I’d taken up watching The Adventures of Brisco County Jr and was developing a slight interest in Steampunk (the mad inventor side of things, anyway)... and so Braph was born.

Tricia: Which character is your favorite? Why?

Deb: Hmm... It’s hard to pick. But I think I would have to say Anya, now. She doesn’t play a huge role in Healer’s Touch, unfortunately and, in all honesty, when I created her she was a tool – a purpose for a journey. Hardly a real character. But by the end of Healer’s Touch she was really coming into her own. She’s been brought up in a small town, groomed to be the wife of an important man. When she meets him, she finds a man willing to consider her his equal, rather than merely a trophy wife... and she blossoms. Most of this is evident in Warrior’s Touch (Book 2), but I think you get a sense of Anya growing in Healer’s Touch, too.

At the risk of sounding crazy... I rather like Braph, as well...

Tricia: What was your biggest challenge in writing this book?

Deb: There were two things that nearly had me going bald...

a. Llew’s power. I nearly abandoned it a few times when I found it hard work dealing with the consequences.

b. Braph. I wanted him to be powerful enough to pose a real threat to Llew and Jonas. It got a bit scary there for a while.

Tricia: Which authors have inspired your writing?

Deb: Some of my favourites: Iain Banks, Diana Gabaldon, Brent Weeks, Joe Abercrombie, David Eddings... (I love more, but I’d say this group are the most influential as far as the types of stories I want to write go).

Tricia: What are you currently reading?

Deb: “The Blade Itself: The First Law – Book 1” by Joe Abercrombie (o: Haven’t read it before, thought I should see where he started since I’ve enjoyed his later works.

Tricia: What projects are on the horizon for you?

Deb: I’m currently writing “Warrior’s Touch”, with the plan for Book 3 to be titled “Magician’s Touch” (see what I’m doing there?).

After that... Well, I’m already incubating some ideas for a new series...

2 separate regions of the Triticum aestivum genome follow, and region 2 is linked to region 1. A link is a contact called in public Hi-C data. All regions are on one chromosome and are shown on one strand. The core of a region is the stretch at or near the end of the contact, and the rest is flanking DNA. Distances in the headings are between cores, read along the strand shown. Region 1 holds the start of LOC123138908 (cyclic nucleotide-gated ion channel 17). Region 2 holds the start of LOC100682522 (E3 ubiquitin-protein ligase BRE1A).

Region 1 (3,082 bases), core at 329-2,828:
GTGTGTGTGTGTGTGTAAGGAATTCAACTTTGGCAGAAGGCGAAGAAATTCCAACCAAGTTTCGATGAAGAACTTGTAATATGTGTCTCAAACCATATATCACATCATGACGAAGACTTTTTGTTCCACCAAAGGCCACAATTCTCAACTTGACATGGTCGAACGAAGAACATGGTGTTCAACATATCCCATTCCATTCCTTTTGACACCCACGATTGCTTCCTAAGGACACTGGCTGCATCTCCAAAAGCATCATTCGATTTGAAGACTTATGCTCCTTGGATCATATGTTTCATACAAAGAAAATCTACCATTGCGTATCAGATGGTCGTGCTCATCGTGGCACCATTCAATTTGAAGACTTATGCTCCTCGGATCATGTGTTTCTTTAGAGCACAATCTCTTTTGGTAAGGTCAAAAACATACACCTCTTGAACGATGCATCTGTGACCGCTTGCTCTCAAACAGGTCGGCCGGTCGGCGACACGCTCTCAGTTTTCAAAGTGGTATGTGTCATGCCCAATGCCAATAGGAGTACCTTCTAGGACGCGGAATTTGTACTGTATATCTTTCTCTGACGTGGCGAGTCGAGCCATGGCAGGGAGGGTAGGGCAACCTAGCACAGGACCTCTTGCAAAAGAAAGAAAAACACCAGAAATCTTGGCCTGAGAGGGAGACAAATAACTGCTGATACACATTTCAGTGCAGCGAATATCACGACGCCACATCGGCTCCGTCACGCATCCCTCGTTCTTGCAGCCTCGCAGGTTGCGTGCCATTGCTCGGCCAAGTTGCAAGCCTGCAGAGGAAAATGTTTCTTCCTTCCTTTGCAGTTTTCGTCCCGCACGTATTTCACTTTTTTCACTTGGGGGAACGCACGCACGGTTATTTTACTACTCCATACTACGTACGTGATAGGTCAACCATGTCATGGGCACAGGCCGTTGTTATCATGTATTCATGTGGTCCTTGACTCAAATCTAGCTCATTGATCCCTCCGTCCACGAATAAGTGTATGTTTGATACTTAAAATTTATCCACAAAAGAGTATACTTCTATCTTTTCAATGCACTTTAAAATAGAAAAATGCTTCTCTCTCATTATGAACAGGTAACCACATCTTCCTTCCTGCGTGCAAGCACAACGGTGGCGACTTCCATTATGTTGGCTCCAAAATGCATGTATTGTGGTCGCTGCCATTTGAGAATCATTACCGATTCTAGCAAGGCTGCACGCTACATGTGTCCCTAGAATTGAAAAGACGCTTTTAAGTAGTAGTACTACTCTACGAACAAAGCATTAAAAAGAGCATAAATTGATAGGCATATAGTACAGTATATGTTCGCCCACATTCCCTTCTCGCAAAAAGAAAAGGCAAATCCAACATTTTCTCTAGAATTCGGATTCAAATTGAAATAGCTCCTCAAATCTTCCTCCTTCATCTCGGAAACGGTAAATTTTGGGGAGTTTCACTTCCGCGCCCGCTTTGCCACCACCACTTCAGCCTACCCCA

Excerpt of Healer's Touch

Jonas punched the tree again. Bark and blood flew; his skin wasn’t impenetrable.

“Hey, Jonas.” Hisham slid from his horse and went to grab Jonas’ arm. But Jonas just swung even faster and harder – too fast for his friend. The tree creaked, and pain shot up his arm. He folded over, cradling the limb and shaking out his hand, all the while cursing profusely and stamping a foot.

“That’s not helping, my friend,” said Hisham, placing a hand on Jonas’ back. “We’re doin’ the best we can.”

Jonas took a moment to breathe through his curses. Then he straightened, stretching and clenching the injured hand. He’d scraped his knuckles good and jarred his bones, but nothing was broken. He looked at Hisham, thinking he would just agree with his friend, climb back on his horse, and they would carry on. But when he looked up, all he wanted to do was punch something – someone – else, and Hisham didn’t deserve it.

Jonas turned away, striding several frustrated paces, muttering, cursing Braph, cursing Turhmos, cursing himself for leaving Llew, cursing Llew for not just letting him be and staying put inside where she was safe, cursing Lord Tovias for not having an estate secure against Braph… He walked away from and back to Hisham several times, muttering and cursing, muttering and cursing. And finally stopped in front of his friend and puffed out a deep breath.

“I know,” he said. “But it’s not enough. Braph can fly.”